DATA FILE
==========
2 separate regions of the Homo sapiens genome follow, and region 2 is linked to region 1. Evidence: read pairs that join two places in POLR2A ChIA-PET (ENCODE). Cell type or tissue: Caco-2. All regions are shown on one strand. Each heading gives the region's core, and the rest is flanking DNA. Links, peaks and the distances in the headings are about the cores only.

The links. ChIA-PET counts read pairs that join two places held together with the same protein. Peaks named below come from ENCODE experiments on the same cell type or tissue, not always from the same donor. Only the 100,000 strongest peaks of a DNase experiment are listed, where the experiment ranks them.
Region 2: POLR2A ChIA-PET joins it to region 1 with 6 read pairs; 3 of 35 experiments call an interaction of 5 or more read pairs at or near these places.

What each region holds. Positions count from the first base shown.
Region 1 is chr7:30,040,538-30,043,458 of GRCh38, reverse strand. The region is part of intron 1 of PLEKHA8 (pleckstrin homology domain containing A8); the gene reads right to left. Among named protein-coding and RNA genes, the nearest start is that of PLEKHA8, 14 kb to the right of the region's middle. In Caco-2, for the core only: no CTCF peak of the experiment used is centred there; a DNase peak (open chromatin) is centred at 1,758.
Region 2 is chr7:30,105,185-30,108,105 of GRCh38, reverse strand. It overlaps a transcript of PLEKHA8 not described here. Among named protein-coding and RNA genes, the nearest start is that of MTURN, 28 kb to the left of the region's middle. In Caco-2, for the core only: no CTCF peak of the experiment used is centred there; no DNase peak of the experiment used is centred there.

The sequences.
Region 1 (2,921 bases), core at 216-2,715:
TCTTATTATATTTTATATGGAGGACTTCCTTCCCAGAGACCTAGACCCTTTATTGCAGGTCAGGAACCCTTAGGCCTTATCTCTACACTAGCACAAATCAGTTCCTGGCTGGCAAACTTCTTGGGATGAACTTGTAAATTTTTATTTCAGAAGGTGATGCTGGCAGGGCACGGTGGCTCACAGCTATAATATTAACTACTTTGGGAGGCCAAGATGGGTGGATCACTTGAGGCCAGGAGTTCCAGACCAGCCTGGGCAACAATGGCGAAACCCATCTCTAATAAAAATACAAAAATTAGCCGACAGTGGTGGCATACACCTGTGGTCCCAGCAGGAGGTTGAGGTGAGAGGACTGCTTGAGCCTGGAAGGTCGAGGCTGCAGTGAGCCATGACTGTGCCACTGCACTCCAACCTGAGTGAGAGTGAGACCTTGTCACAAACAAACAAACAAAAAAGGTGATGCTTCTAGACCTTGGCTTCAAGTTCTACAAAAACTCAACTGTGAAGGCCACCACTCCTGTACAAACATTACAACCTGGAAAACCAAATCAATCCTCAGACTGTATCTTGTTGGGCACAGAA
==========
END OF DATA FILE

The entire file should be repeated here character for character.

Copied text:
2 separate regions of the Homo sapiens genome follow, and region 2 is linked to region 1. Evidence: read pairs that join two places in POLR2A ChIA-PET (ENCODE). Cell type or tissue: Caco-2. All regions are shown on one strand. Each heading gives the region's core, and the rest is flanking DNA. Links, peaks and the distances in the headings are about the cores only.

The links. ChIA-PET counts read pairs that join two places held together with the same protein. Peaks named below come from ENCODE experiments on the same cell type or tissue, not always from the same donor. Only the 100,000 strongest peaks of a DNase experiment are listed, where the experiment ranks them.
Region 2: POLR2A ChIA-PET joins it to region 1 with 6 read pairs; 3 of 35 experiments call an interaction of 5 or more read pairs at or near these places.

What each region holds. Positions count from the first base shown.
Region 1 is chr7:30,040,538-30,043,458 of GRCh38, reverse strand. The region is part of intron 1 of PLEKHA8 (pleckstrin homology domain containing A8); the gene reads right to left. Among named protein-coding and RNA genes, the nearest start is that of PLEKHA8, 14 kb to the right of the region's middle. In Caco-2, for the core only: no CTCF peak of the experiment used is centred there; a DNase peak (open chromatin) is centred at 1,758.
Region 2 is chr7:30,105,185-30,108,105 of GRCh38, reverse strand. It overlaps a transcript of PLEKHA8 not described here. Among named protein-coding and RNA genes, the nearest start is that of MTURN, 28 kb to the left of the region's middle. In Caco-2, for the core only: no CTCF peak of the experiment used is centred there; no DNase peak of the experiment used is centred there.

The sequences.
Region 1 (2,921 bases), core at 216-2,715:
TCTTATTATATTTTATATGGAGGACTTCCTTCCCAGAGACCTAGACCCTTTATTGCAGGTCAGGAACCCTTAGGCCTTATCTCTACACTAGCACAAATCAGTTCCTGGCTGGCAAACTTCTTGGGATGAACTTGTAAATTTTTATTTCAGAAGGTGATGCTGGCAGGGCACGGTGGCTCACAGCTATAATATTAACTACTTTGGGAGGCCAAGATGGGTGGATCACTTGAGGCCAGGAGTTCCAGACCAGCCTGGGCAACAATGGCGAAACCCATCTCTAATAAAAATACAAAAATTAGCCGACAGTGGTGGCATACACCTGTGGTCCCAGCAGGAGGTTGAGGTGAGAGGACTGCTTGAGCCTGGAAGGTCGAGGCTGCAGTGAGCCATGACTGTGCCACTGCACTCCAACCTGAGTGAGAGTGAGACCTTGTCACAAACAAACAAACAAAAAAGGTGATGCTTCTAGACCTTGGCTTCAAGTTCTACAAAAACTCAACTGTGAAGGCCACCACTCCTGTACAAACATTACAACCTGGAAAACCAAATCAATCCTCAGACTGTATCTTGTTGGGCACAGAA